Rev. Pinkney Arrested AGAIN, supporters: Lynn Stewart, Voice Of Detroit, EXPOSED,

Mass Demonstration against Voter Suppression in Benton Harbor

Voter suppression led by Whirlpool Corporation and Berrien County Sheriff Department. Protest all injustices being forced on our town, your town and all around the country! It is not one thing it is everything. The murder of Benton Harbor residents, gentrification by Whirlpool, Governor Snyder’s Emergency Manager dictatorship. Find it on the ActivateHub community calendar!

May 24, 2014 11:00am - City Hall, 200 Wall St., Benton Harbor, MI, 49022 (11:30am - press conference)


Tuesday, June 28, 2005

Letter to Amnesty International USA

This is the text of a letter that a supporter sent to AIUSA in Chicago, explaining why Rev. Pinkney's case is a human rights concern:

I want to alert AIUSA of a case that may be of interest to you. I understand that AIUSA is limited in the number and type of cases you can take on, but I hope that you can take a moment to learn about this one. I believe that an activist and civil rights leader is at risk of being framed on false charges, being denied a fair trial, being imprisoned for his political activism rather than valid charges, and facing mistreatment in prison.

The case concerns Rev. Edward Pinkney of Benton Harbor, Michigan. I don't know how familiar you are with Benton Harbor. Visiting there is like stepping back into the pre-civil rights era. There is an extreme racial and economic division between Benton Harbor (95% black, over 50% real unemployment) and neighboring St. Joseph (95% white, 2% unemployment) and an imbalance of power. Frustration with injustices there have sparked periodic race riots over many decades.

Rev. Pinkney has been the most vocal critic of the county's police and judicial systems. He has long maintained that the system is extremely racially biased and politically corrupt. For five years (until January 2005), he maintained a daily vigil at the courthouse, witnessing court whenever it was in session. He organized a weekly march on the courthouse in St. Joseph with local citizens. He founded a community group (BANCO) to organize around these concerns. After the nationally-publicized riots of June 2003 (provoked by an incident involving a police chase and the death of a local black man), Rev. Pinkney and BANCO organized a mass protest march and worked to draw outside attention to not only the issue of police brutality (already well-publicized), but also the racial bias in the judicial system. The history of this struggle can be reviewed in the press releases at BANCO's Web site: http://bhbanco.blogspot.com

In February, BANCO led a successful election to recall a city commissioner (Glen Yarbrough) who supported the former police chief (Sam Harris, who recently resigned in the face of dozens of citizen complaints of police brutality and sexual harassment). In April, the recall vote was overturned and Rev. Pinkney was arrested and charged with four felonies and a misdemeanor, alleging his involvement in alleged election fraud. To date, at least two witnesses have submitted testimony that suggests that Rev. Pinkney is being framed and that the allegations of fraud are false (see here). In light of this testimony, supporters believe the charges should have already been dropped and the recall vote restored.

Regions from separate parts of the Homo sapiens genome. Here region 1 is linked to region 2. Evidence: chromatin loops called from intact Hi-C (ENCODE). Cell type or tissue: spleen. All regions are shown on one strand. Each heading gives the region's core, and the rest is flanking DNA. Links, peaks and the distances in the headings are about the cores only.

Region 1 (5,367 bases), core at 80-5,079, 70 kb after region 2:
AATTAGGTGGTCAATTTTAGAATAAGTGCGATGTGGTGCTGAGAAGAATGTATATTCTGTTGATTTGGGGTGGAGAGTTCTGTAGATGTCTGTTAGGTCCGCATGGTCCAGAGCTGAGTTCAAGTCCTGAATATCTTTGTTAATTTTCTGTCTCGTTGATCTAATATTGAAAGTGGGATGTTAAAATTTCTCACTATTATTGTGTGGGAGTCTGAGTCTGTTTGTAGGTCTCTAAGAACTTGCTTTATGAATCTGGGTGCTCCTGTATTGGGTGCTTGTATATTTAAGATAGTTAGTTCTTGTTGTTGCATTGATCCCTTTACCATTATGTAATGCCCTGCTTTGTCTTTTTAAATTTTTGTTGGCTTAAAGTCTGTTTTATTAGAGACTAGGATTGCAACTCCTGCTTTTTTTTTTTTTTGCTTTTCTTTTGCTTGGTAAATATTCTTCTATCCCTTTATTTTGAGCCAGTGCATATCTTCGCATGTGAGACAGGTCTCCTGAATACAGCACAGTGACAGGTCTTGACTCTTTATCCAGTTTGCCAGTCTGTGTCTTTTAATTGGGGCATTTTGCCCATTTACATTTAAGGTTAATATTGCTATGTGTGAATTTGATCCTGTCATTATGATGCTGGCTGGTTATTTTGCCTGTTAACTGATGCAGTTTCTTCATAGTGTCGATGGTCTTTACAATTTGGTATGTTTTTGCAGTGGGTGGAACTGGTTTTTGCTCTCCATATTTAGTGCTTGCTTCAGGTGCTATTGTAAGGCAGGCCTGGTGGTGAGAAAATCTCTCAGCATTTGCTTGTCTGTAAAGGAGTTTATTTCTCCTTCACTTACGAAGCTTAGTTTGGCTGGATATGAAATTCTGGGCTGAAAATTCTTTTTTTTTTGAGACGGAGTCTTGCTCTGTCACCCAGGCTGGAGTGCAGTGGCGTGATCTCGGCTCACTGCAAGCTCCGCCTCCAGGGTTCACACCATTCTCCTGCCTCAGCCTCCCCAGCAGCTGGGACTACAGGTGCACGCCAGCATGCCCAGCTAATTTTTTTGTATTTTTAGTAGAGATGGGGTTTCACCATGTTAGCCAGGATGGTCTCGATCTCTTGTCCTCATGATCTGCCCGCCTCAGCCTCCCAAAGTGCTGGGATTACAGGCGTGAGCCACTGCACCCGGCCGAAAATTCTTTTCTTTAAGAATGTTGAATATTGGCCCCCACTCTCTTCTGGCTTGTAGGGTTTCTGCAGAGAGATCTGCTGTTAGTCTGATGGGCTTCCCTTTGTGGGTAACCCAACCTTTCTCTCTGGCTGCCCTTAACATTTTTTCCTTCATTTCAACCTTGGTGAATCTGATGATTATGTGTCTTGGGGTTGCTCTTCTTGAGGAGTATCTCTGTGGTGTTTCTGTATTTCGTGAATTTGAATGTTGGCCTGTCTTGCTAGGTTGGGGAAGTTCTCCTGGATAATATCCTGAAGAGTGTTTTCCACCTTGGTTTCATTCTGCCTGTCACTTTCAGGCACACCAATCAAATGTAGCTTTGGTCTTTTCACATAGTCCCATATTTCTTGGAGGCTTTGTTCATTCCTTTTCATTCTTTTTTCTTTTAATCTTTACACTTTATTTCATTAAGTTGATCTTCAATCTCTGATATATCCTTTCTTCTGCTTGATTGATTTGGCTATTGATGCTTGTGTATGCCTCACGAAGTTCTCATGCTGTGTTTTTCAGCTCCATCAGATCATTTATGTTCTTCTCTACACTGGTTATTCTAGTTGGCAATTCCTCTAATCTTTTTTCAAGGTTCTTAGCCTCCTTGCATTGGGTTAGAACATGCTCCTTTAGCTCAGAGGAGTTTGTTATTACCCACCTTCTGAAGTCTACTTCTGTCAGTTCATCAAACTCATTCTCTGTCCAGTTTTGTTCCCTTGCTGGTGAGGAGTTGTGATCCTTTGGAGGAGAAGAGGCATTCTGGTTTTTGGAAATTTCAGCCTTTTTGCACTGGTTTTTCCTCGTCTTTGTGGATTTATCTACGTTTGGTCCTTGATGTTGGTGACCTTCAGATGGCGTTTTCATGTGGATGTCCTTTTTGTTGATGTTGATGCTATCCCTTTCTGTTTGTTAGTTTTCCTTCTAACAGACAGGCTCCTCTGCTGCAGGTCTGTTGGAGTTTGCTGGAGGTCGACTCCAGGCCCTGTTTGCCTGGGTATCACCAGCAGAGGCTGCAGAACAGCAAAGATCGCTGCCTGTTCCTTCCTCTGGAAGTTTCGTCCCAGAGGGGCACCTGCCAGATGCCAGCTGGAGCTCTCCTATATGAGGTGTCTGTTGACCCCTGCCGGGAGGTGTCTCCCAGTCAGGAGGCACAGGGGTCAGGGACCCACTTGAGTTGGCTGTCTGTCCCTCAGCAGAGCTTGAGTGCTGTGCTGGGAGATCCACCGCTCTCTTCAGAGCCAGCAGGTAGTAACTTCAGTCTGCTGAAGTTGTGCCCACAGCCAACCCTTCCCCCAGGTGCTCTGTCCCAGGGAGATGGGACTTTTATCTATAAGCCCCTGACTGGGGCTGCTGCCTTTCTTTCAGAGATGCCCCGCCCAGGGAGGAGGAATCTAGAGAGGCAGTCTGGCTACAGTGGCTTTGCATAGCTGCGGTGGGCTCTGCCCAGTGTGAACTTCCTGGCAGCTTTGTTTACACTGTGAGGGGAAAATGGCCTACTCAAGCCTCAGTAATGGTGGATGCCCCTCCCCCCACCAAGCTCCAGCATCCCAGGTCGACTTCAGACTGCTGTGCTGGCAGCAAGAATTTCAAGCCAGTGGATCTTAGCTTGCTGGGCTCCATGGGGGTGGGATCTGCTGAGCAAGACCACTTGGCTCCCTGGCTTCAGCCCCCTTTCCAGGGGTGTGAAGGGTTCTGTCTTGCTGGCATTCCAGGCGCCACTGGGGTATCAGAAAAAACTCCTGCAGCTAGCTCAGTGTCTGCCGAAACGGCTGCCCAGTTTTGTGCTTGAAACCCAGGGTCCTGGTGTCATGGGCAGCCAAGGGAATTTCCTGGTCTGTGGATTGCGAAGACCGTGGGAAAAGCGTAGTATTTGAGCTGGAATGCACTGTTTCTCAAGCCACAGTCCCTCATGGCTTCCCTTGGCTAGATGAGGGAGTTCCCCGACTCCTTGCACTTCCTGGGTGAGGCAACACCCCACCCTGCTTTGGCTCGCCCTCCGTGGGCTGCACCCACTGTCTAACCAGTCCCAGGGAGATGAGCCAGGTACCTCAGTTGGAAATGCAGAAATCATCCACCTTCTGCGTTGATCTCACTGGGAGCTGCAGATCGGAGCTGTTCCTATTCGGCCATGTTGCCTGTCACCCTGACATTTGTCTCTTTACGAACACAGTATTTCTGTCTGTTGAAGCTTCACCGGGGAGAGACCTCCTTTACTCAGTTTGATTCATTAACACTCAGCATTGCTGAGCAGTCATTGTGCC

There is a valid concern that Rev. Pinkney cannot get a fair trial, fair sentencing, or fair treatment in the county where he has been the foremost watchdog and critic of the county’s judges, prosecutors, defenders, police, and politicians. Last week, Judge Paul Maloney denied a motion to disqualify himself and other local judges from hearing Rev. Pinkney’s case. Judge Maloney claimed that he never noticed his own name and the names of the county’s other judges on the signs of BANCO protesters outside the courthouse or on the T-shirt worn by BANCO members. This claim is not very credible and already suggests that Rev. Pinkney will not receive a fair trial from Judge Maloney. The denial of the motion will be appealed.

Raising the profile of this case regionally and nationally would increase the likelihood of a fair trial by a less-biased judge from outside the county. If Rev. Pinkney is sent to prison in Berrien County, I believe it will be because of his political activism. My fear is that in prison he would be in physical danger. Allegations of abuse in the county’s prison are many and longstanding and a resident reported being told by a policeman after the Reverend's arrest: "Your voice in this town is gone. Pinkney won't last long in jail." I think these are the sort of human rights abuses that AI has addressed very successfully abroad. Now we're in danger of it happening in our own backyard.